Anybody who visits the European sites of the monasteries founded by St Columban cannot but be struck by the beauty of their natural setting. Like other early Irish saints, finding God in creation came naturally to St Columban.
Many legends grew up around him in at the monastery he founded in Luxeuil in north east France. Squirrels and doves were pictured playing in the folds of his cowl. Birds also approached him and nestled in the palms of his hands. Even wild beasts obeyed his commands.
His biographer the monk, Jonas, relates how St Columban once withdrew to the forest in order to fast and pray. The food ran out and all he and the youngmonk Chagnoald had to eat were crab apples. However, when Chagnoald went to collect the apples he found a hungry bear eating them. He returned to StColumban for directions. St Columban ordered him to go back to the orchard and to divide it in two halves, one for the bear and one for the monks.
Jonas recalls another occasion when St Columban was walking and praying in the forest near Luxeuil. He was confronted by a pack of wolves. He remainedcompletely still and prayed Deus in adjutorium meum intende; Domine, ad adjuvandum me festina (God come to my aid; O Lord make haste to help me). The wolves approached and touched his habit, but instead of harming him they wandered off.
On another occasion when St Columban was looking for a quiet place in which to pray near the nearby monastery at Annegray, France, he came on what heconsidered to be an ideal place. Unfortunately it was a bear’s den, but, far from being frightened by the experience, St Columban ordered the bear to leave the place and never to return. The bear duly did so and found another den further away from Annegray.
St Columban and his monks clearly found God in the created world around them. In his sermon on grace we find, “Seek no further concerning God; for those who wish to know the great depth (of God) must first learn about creation.” Further on in the same sermon there is a sentence which could become the mantra for Creation Theology, Intellige, si vis scire Creatorem, creaturam (If you wish to know the Creator, learn about creatures).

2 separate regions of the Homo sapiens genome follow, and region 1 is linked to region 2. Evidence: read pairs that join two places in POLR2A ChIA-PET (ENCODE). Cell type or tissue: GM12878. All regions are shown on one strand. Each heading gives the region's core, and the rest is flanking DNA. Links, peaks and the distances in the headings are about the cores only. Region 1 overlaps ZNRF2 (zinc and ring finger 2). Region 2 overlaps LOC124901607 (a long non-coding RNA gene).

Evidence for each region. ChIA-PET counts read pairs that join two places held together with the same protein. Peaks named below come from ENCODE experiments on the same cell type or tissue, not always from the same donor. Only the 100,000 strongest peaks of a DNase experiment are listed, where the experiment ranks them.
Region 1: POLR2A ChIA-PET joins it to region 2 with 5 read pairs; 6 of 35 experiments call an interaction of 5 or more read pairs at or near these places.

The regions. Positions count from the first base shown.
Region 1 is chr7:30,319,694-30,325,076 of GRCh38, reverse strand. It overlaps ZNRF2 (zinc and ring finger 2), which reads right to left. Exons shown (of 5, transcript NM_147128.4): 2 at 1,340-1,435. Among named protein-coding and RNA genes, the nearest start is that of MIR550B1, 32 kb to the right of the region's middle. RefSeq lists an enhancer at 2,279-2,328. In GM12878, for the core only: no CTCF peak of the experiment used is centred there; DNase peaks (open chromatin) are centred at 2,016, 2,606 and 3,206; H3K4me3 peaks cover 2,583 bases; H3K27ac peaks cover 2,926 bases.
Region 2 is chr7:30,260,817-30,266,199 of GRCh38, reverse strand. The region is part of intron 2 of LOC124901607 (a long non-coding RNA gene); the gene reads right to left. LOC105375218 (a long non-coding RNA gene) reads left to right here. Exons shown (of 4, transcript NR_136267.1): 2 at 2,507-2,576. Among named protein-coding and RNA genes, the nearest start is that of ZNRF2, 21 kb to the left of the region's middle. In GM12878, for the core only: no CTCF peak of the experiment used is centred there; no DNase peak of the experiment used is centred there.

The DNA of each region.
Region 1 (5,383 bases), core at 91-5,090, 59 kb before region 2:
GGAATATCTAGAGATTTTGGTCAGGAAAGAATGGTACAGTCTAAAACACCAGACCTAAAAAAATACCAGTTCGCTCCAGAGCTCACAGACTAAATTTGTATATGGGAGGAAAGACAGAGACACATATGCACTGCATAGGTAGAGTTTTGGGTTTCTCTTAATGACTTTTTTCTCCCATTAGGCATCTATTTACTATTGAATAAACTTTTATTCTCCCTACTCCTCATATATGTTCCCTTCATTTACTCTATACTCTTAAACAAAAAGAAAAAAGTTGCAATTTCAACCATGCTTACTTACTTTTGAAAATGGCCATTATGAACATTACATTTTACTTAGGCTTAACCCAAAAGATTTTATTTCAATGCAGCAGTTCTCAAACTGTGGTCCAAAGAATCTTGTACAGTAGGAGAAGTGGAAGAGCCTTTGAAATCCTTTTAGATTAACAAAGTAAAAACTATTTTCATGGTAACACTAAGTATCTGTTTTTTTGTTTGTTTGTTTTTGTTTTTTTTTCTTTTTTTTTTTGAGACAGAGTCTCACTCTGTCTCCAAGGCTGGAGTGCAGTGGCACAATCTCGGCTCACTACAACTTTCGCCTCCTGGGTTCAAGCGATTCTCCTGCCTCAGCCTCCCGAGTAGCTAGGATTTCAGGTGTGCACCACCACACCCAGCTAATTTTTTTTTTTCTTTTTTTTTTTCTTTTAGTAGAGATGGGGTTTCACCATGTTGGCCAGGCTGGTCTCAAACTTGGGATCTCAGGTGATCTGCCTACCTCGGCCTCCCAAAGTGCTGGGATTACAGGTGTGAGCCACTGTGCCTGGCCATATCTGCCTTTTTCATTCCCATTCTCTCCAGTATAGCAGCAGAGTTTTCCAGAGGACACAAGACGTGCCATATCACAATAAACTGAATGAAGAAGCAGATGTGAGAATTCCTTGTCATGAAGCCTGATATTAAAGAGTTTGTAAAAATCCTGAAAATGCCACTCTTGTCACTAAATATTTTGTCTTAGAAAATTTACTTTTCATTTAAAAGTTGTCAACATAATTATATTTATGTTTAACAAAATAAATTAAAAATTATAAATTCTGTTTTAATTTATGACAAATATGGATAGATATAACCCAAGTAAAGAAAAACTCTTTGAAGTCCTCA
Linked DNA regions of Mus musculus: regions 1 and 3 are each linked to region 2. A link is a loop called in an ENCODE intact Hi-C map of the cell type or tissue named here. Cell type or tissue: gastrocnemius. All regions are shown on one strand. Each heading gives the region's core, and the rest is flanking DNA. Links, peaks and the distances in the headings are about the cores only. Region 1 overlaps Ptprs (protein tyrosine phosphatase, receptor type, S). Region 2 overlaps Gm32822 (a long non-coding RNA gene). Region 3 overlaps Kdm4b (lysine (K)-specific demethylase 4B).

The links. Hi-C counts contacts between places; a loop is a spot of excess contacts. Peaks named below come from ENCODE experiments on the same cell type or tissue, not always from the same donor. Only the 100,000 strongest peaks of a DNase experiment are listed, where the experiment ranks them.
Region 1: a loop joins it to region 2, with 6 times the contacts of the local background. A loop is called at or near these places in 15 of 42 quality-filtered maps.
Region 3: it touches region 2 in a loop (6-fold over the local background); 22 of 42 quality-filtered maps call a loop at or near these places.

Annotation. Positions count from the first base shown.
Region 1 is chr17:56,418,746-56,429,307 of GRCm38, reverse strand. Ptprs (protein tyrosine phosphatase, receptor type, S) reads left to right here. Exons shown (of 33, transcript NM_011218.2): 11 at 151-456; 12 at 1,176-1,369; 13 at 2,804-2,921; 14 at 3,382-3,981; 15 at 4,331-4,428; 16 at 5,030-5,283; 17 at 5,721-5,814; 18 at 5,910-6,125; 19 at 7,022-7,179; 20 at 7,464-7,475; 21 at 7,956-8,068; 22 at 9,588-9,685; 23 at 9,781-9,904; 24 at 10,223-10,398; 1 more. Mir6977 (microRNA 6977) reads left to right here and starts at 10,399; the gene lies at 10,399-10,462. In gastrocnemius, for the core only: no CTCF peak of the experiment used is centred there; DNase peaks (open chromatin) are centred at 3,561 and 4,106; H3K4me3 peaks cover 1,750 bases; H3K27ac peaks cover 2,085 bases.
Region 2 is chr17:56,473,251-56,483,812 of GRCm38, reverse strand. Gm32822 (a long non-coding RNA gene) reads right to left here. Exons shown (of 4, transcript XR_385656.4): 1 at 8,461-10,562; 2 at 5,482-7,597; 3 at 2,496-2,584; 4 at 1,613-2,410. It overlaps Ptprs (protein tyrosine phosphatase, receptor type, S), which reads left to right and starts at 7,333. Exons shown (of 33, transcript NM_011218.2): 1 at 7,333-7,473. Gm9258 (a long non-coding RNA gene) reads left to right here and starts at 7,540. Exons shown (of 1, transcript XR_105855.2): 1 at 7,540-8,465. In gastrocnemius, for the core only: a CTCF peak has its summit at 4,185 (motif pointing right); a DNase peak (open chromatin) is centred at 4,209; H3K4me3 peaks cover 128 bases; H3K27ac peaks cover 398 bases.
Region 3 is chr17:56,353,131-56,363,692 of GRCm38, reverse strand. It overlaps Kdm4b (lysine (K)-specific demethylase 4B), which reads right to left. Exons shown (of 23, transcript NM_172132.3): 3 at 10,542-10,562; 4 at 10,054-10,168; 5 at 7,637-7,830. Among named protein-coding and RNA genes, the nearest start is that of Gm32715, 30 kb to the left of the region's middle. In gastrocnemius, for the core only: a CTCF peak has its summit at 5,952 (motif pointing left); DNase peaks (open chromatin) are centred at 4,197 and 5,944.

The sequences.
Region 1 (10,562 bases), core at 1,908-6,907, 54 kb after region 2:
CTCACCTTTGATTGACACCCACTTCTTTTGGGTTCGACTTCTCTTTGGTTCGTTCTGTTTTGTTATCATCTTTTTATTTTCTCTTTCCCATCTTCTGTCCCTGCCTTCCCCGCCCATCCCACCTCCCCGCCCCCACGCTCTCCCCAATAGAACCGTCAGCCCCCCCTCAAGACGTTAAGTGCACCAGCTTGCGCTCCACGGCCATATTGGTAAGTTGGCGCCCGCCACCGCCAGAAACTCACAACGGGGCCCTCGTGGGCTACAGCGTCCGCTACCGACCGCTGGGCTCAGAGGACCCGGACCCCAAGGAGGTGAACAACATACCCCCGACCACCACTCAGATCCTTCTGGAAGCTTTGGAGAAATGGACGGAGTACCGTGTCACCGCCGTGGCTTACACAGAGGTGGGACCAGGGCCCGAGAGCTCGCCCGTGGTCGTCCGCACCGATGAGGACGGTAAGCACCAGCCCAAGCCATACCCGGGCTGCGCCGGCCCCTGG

For more than 40 years, Columban missionaries have been at the forefront of protecting the environment from destructive practices and promoting sustainablealternatives. Our experience of living with the natural world and with marginalized and exploited communities has inspired us to seek ways to restore right relationships with all of God’s creation.
We are fortunate to have Columban eco theologian Fr Sean McDonagh living in Ireland. His publications include:
- On Care for Our Common Home Laudato Si’: The Encyclical of Pope Francis on the Environment with Commentary by Sean McDonagh (Ecology & Justice)
- Laudato Si: An Irish Response: Essays on the Pope’s Letter on the Environment
- Robots, Ethics and the Future of Jobs
- Why are We Deaf to the Cry of the Earth?
- Fukushima: The Death Knell for Nuclear Energy?
- Climate Change: The Challenge to All of Us
- The Greening of the Church
- Greening the Christian Millennium
- To Care for the Earth: A Call to a New Theology
- The Death of Life: Extinction is Forever
- Patenting Life? Stop!: Is Corporate Greed Forcing Us to Eat Genetically Engineered Food?